Celebrations will mark the latest stage of work on town’s historic windmill
PUBLISHED: 14:47 07 May 2018 | UPDATED: 14:47 07 May 2018
A 19th-century landmark is due to reopen its doors following recent renovations.
Grade 2 listed Dereham Windmill, based at the end of Greenfields Road, has been closed while extensive painting is carried out on the outside of the building.
To mark the completion of the work, which has cost in the region of £18,000, a reopening event has been organised for next month.
It will be the first chance for visitors to view the new audio visual display - a projection of miller, William Fendick, who bought the windmill at auction for £650 in 1844.
The project is the latest effort from the Dereham Windmill Charity Trustees, Friends and volunteers, and will run alongside other exhibitions, including the ground-floor video presentation which showcases the windmill’s history and upper floors.
Alison Webb, head of fundraising, was proud of how far the project had come.
“It has become more than what we ever could have dreamed of,” she said
Chairman of the trustees, Brian Webb, added: “It has evolved more than what we ever though it would become.”
In September 2013, the £75,000 project to revive the town’s historic windmill came to fruition . It has since gone on to raise more than £450,000 over the past five years, maintaining a well-used exhibition space for schools and community groups, as well as opening a cafe.
The project received its main financial backing of £50,000 from a Biffa Award, but at the time Dereham Town Council, Norfolk County Council, the Society of the Protection of Ancient Buildings, the Paul Bassham Trust Fund and the Geoffrey Watling Charity also contributed.
It is also considered as one of the prettiest windmill’s in Norfolk.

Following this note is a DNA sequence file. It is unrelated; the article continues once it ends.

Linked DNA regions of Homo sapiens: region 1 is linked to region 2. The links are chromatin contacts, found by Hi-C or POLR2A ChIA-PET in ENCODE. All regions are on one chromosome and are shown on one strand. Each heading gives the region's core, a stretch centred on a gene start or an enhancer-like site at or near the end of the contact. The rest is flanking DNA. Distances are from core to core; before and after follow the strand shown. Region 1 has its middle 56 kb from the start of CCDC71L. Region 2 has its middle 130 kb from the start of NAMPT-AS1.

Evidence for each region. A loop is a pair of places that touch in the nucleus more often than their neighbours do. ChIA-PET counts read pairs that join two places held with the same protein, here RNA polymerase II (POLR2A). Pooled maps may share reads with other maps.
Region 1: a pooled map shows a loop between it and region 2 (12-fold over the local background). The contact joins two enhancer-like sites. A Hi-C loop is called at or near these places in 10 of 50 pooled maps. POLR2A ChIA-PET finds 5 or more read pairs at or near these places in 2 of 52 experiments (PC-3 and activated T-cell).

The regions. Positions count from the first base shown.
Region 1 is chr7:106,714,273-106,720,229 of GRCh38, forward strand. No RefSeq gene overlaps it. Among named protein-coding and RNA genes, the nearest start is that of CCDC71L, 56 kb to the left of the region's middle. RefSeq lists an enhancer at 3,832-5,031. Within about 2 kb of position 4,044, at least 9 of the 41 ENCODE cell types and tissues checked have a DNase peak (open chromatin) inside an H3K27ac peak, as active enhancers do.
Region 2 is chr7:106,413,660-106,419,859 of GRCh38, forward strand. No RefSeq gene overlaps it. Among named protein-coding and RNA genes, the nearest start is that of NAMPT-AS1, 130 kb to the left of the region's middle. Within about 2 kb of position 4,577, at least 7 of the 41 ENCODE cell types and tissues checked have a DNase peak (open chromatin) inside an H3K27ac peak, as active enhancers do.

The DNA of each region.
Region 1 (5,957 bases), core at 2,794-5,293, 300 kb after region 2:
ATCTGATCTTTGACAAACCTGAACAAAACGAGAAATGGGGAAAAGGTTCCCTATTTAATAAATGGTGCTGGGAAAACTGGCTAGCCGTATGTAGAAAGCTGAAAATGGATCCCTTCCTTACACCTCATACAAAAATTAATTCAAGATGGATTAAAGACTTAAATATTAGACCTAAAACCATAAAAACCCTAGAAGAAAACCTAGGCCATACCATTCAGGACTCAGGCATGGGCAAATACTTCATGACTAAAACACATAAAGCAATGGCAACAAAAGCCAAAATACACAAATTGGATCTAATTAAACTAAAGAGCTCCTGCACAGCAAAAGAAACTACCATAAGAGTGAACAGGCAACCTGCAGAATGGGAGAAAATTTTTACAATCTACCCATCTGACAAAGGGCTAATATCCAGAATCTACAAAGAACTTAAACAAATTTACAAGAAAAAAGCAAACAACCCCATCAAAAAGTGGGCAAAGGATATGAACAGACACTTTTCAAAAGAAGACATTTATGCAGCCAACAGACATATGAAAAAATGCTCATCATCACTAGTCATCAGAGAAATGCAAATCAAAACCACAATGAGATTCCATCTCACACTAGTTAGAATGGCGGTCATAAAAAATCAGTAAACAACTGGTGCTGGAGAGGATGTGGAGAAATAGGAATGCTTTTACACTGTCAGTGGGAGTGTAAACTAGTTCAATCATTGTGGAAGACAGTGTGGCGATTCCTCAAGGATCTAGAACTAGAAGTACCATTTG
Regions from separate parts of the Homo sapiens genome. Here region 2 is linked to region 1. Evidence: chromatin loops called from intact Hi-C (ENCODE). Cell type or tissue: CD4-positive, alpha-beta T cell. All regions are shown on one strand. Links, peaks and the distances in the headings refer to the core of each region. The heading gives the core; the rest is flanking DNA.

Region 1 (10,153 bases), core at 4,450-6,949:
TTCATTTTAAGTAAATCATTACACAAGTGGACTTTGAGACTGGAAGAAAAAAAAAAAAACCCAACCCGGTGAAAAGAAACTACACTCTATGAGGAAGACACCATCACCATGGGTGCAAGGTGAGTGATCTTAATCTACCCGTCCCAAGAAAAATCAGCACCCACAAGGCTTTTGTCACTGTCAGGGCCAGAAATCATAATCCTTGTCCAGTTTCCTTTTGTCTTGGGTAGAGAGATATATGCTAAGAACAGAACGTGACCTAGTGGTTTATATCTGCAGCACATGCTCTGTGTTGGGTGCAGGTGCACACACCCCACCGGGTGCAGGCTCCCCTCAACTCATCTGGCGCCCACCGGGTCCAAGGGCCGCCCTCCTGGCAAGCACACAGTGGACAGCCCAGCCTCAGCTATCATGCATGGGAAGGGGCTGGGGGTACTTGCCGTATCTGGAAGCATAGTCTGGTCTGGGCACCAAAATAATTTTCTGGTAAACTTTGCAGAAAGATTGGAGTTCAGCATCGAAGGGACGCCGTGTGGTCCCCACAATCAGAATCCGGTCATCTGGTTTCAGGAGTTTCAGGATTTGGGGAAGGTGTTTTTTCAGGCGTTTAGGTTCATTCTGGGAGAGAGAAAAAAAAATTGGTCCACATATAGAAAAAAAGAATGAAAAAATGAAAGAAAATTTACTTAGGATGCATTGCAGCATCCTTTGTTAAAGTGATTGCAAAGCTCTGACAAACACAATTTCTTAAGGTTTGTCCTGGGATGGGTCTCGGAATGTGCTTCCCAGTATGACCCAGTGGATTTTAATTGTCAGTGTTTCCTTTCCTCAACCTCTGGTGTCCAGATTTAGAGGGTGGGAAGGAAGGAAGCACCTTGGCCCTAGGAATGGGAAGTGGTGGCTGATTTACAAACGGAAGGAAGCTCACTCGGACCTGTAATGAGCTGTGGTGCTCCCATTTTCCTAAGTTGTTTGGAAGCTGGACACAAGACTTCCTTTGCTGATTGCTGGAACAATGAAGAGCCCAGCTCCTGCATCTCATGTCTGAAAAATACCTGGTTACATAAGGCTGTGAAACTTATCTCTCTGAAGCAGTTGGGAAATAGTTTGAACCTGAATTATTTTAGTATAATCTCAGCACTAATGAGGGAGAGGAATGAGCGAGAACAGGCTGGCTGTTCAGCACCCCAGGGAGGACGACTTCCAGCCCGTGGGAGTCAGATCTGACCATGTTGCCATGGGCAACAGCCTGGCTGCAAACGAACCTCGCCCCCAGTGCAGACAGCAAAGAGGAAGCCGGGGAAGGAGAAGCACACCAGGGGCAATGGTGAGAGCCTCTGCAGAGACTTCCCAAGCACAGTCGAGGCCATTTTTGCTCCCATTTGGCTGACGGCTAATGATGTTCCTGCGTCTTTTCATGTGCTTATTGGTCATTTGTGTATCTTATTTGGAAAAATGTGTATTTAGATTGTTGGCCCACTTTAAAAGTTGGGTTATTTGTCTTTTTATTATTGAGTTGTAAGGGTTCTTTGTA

The windmill will reopen on June 3 at 1pm.
During the family-friendly event, there will games, a children’s fancy dress parade at 2pm, and a classic car display.
The coffee shop has remained open and is available to visit on Fridays, Saturdays and Sundays from 10am to 4pm.
The popular teddy bears’ zipwire event will return in August.
- If you would like to help by donating or volunteering, visit the website www.derehamwindmill.co.uk. If you are interested in any aspect of Dereham Windmill, email firstname.lastname@example.org.
Brief timeline of Dereham Windmill*
1836 - Built by millwright James Hardy for miller and baker, Michael Hardy.
1844 - Sold at auction for £650 to William Fendick.
1909 - Sold to Charles Robert Gray and Arthur James Milk for £450.
1914-1918 - Used for grist milling, oats and barley during First World War for animal feed.
1922 - Gray dies. Sails removed and steam engine replaced by a paraffin engine.
1926 - Milk dies. Firm trades as Robert Gray Ltd.
1937 - Ceases working and becomes derelict.
1972 - Becomes Grade 2 listed.
1978 - Bought by Breckland District Council from Greens (Nurseries) Ltd for £1.
1987 - Opened to public by J. O. C. Birkbeck.
2002 - Taken over by Dereham Town Council.
2006 - Sails removed for renovation. Application for £600,000 Lottery Grant applied for.
2010 - Boarded up after failed funding attempts.
2011-13 - Funding and renovation organised.
September 2013 - Reopens.
Revival of Dereham Windmill*
Dereham Windmill is the last of several windmills which existed in the Dereham district.
It is located in Cherry Lane, near Neatherd High School, and is a five-storey masonry tower mill with a boat shaped cap winded by a six bladed fantail.
The pupils of Neatherd High School were asked what they wanted the windmill to be and - alongside amazing suggestions like a helter skelter - they said they wanted to be able to have a place to hold exhibitions, such as displaying their art work, photography, artefact displays, and to hold events between the schools.
This would be in addition to visiting the windmill to learn more about its history.
In September 2013, the pupils’ dream was made a reality when the windmill was officially opened as an exhibition space for local pupils’ work with information on the windmill’s history.
*Taken with permission from the website.
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